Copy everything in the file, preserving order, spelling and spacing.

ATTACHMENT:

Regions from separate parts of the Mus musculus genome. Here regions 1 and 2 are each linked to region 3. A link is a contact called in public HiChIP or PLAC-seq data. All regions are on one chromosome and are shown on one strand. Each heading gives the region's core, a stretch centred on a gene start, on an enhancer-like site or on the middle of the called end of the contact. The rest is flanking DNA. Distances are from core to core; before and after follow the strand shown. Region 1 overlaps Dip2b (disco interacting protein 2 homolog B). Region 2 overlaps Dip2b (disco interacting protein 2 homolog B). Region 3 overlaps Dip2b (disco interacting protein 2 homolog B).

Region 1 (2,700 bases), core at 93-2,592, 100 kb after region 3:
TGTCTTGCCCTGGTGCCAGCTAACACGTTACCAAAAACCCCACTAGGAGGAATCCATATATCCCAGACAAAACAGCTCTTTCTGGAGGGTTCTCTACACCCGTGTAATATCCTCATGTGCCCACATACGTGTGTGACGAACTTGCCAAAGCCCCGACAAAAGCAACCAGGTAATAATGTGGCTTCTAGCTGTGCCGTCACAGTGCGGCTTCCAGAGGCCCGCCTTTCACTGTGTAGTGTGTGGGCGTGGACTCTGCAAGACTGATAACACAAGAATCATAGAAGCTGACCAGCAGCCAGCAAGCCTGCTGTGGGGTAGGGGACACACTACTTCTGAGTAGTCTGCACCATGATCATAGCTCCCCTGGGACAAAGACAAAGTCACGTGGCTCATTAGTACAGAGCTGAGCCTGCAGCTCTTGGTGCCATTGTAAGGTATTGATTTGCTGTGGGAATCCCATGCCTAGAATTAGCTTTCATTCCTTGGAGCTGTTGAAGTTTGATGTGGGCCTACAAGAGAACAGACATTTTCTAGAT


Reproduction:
Regions from separate parts of the Mus musculus genome. Here regions 1 and 2 are each linked to region 3. A link is a contact called in public HiChIP or PLAC-seq data. All regions are on one chromosome and are shown on one strand. Each heading gives the region's core, a stretch centred on a gene start, on an enhancer-like site or on the middle of the called end of the contact. The rest is flanking DNA. Distances are from core to core; before and after follow the strand shown. Region 1 overlaps Dip2b (disco interacting protein 2 homolog B). Region 2 overlaps Dip2b (disco interacting protein 2 homolog B). Region 3 overlaps Dip2b (disco interacting protein 2 homolog B).

Region 1 (2,700 bases), core at 93-2,592, 100 kb after region 3:
TGTCTTGCCCTGGTGCCAGCTAACACGTTACCAAAAACCCCACTAGGAGGAATCCATATATCCCAGACAAAACAGCTCTTTCTGGAGGGTTCTCTACACCCGTGTAATATCCTCATGTGCCCACATACGTGTGTGACGAACTTGCCAAAGCCCCGACAAAAGCAACCAGGTAATAATGTGGCTTCTAGCTGTGCCGTCACAGTGCGGCTTCCAGAGGCCCGCCTTTCACTGTGTAGTGTGTGGGCGTGGACTCTGCAAGACTGATAACACAAGAATCATAGAAGCTGACCAGCAGCCAGCAAGCCTGCTGTGGGGTAGGGGACACACTACTTCTGAGTAGTCTGCACCATGATCATAGCTCCCCTGGGACAAAGACAAAGTCACGTGGCTCATTAGTACAGAGCTGAGCCTGCAGCTCTTGGTGCCATTGTAAGGTATTGATTTGCTGTGGGAATCCCATGCCTAGAATTAGCTTTCATTCCTTGGAGCTGTTGAAGTTTGATGTGGGCCTACAAGAGAACAGACATTTTCTAGAT